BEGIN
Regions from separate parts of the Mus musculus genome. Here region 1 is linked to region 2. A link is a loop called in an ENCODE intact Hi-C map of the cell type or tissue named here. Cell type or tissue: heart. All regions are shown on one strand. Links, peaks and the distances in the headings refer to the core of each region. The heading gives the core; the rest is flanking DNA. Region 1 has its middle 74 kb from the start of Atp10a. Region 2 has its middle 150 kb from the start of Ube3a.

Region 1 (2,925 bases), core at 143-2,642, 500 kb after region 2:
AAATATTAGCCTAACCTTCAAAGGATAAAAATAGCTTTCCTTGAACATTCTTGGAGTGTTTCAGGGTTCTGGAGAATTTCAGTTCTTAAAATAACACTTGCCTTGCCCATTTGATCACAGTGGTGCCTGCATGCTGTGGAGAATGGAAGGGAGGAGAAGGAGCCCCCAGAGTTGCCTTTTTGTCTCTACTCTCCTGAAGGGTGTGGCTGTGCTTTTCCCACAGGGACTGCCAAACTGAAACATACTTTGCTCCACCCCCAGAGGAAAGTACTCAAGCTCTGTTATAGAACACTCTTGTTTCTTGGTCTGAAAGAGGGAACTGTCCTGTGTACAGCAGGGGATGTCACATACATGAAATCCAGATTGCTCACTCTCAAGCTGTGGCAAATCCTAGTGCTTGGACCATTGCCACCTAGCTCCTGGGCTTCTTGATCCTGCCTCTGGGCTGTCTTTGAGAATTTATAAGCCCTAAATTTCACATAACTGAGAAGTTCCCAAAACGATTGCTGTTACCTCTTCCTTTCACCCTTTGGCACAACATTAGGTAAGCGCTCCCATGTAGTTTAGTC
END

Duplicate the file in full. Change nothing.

Regions from separate parts of the Mus musculus genome. Here region 1 is linked to region 2. A link is a loop called in an ENCODE intact Hi-C map of the cell type or tissue named here. Cell type or tissue: heart. All regions are shown on one strand. Links, peaks and the distances in the headings refer to the core of each region. The heading gives the core; the rest is flanking DNA. Region 1 has its middle 74 kb from the start of Atp10a. Region 2 has its middle 150 kb from the start of Ube3a.

Region 1 (2,925 bases), core at 143-2,642, 500 kb after region 2:
AAATATTAGCCTAACCTTCAAAGGATAAAAATAGCTTTCCTTGAACATTCTTGGAGTGTTTCAGGGTTCTGGAGAATTTCAGTTCTTAAAATAACACTTGCCTTGCCCATTTGATCACAGTGGTGCCTGCATGCTGTGGAGAATGGAAGGGAGGAGAAGGAGCCCCCAGAGTTGCCTTTTTGTCTCTACTCTCCTGAAGGGTGTGGCTGTGCTTTTCCCACAGGGACTGCCAAACTGAAACATACTTTGCTCCACCCCCAGAGGAAAGTACTCAAGCTCTGTTATAGAACACTCTTGTTTCTTGGTCTGAAAGAGGGAACTGTCCTGTGTACAGCAGGGGATGTCACATACATGAAATCCAGATTGCTCACTCTCAAGCTGTGGCAAATCCTAGTGCTTGGACCATTGCCACCTAGCTCCTGGGCTTCTTGATCCTGCCTCTGGGCTGTCTTTGAGAATTTATAAGCCCTAAATTTCACATAACTGAGAAGTTCCCAAAACGATTGCTGTTACCTCTTCCTTTCACCCTTTGGCACAACATTAGGTAAGCGCTCCCATGTAGTTTAGTC